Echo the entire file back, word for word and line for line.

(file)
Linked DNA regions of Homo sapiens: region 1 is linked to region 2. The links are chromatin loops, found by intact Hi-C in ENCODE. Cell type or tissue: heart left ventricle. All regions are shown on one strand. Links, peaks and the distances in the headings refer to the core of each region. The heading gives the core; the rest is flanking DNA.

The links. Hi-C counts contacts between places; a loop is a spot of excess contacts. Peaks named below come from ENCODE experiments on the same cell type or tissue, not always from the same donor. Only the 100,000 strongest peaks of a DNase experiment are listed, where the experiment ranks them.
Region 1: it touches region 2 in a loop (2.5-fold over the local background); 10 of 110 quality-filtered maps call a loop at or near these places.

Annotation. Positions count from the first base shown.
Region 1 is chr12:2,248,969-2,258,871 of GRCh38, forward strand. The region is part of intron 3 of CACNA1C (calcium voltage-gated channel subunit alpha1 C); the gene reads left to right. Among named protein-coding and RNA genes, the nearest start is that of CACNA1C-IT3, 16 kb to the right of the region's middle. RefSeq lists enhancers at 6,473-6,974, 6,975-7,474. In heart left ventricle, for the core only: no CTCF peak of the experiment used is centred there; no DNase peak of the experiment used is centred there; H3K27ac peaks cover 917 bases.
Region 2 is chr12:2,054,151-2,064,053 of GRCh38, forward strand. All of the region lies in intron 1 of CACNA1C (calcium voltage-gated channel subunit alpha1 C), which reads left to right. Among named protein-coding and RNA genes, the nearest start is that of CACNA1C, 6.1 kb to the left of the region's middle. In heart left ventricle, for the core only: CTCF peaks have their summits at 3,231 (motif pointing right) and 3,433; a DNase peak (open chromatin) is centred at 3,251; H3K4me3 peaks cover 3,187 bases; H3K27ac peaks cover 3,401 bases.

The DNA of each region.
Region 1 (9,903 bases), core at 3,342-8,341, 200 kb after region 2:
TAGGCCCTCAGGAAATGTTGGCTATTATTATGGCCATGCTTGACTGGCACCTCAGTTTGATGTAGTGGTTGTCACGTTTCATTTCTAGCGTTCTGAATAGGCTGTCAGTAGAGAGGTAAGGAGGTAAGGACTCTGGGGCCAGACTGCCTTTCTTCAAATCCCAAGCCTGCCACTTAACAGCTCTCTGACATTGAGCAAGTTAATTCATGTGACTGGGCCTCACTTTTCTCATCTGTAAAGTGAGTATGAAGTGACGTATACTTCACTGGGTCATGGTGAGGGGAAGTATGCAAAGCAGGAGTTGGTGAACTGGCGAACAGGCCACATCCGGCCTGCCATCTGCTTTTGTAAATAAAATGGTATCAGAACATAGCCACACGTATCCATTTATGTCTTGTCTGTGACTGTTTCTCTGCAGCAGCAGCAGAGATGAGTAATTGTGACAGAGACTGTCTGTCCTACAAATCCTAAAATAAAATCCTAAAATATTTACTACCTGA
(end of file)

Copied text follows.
Linked DNA regions of Homo sapiens: region 1 is linked to region 2. The links are chromatin loops, found by intact Hi-C in ENCODE. Cell type or tissue: heart left ventricle. All regions are shown on one strand. Links, peaks and the distances in the headings refer to the core of each region. The heading gives the core; the rest is flanking DNA.

The links. Hi-C counts contacts between places; a loop is a spot of excess contacts. Peaks named below come from ENCODE experiments on the same cell type or tissue, not always from the same donor. Only the 100,000 strongest peaks of a DNase experiment are listed, where the experiment ranks them.
Region 1: it touches region 2 in a loop (2.5-fold over the local background); 10 of 110 quality-filtered maps call a loop at or near these places.

Annotation. Positions count from the first base shown.
Region 1 is chr12:2,248,969-2,258,871 of GRCh38, forward strand. The region is part of intron 3 of CACNA1C (calcium voltage-gated channel subunit alpha1 C); the gene reads left to right. Among named protein-coding and RNA genes, the nearest start is that of CACNA1C-IT3, 16 kb to the right of the region's middle. RefSeq lists enhancers at 6,473-6,974, 6,975-7,474. In heart left ventricle, for the core only: no CTCF peak of the experiment used is centred there; no DNase peak of the experiment used is centred there; H3K27ac peaks cover 917 bases.
Region 2 is chr12:2,054,151-2,064,053 of GRCh38, forward strand. All of the region lies in intron 1 of CACNA1C (calcium voltage-gated channel subunit alpha1 C), which reads left to right. Among named protein-coding and RNA genes, the nearest start is that of CACNA1C, 6.1 kb to the left of the region's middle. In heart left ventricle, for the core only: CTCF peaks have their summits at 3,231 (motif pointing right) and 3,433; a DNase peak (open chromatin) is centred at 3,251; H3K4me3 peaks cover 3,187 bases; H3K27ac peaks cover 3,401 bases.

The DNA of each region.
Region 1 (9,903 bases), core at 3,342-8,341, 200 kb after region 2:
TAGGCCCTCAGGAAATGTTGGCTATTATTATGGCCATGCTTGACTGGCACCTCAGTTTGATGTAGTGGTTGTCACGTTTCATTTCTAGCGTTCTGAATAGGCTGTCAGTAGAGAGGTAAGGAGGTAAGGACTCTGGGGCCAGACTGCCTTTCTTCAAATCCCAAGCCTGCCACTTAACAGCTCTCTGACATTGAGCAAGTTAATTCATGTGACTGGGCCTCACTTTTCTCATCTGTAAAGTGAGTATGAAGTGACGTATACTTCACTGGGTCATGGTGAGGGGAAGTATGCAAAGCAGGAGTTGGTGAACTGGCGAACAGGCCACATCCGGCCTGCCATCTGCTTTTGTAAATAAAATGGTATCAGAACATAGCCACACGTATCCATTTATGTCTTGTCTGTGACTGTTTCTCTGCAGCAGCAGCAGAGATGAGTAATTGTGACAGAGACTGTCTGTCCTACAAATCCTAAAATAAAATCCTAAAATATTTACTACCTGA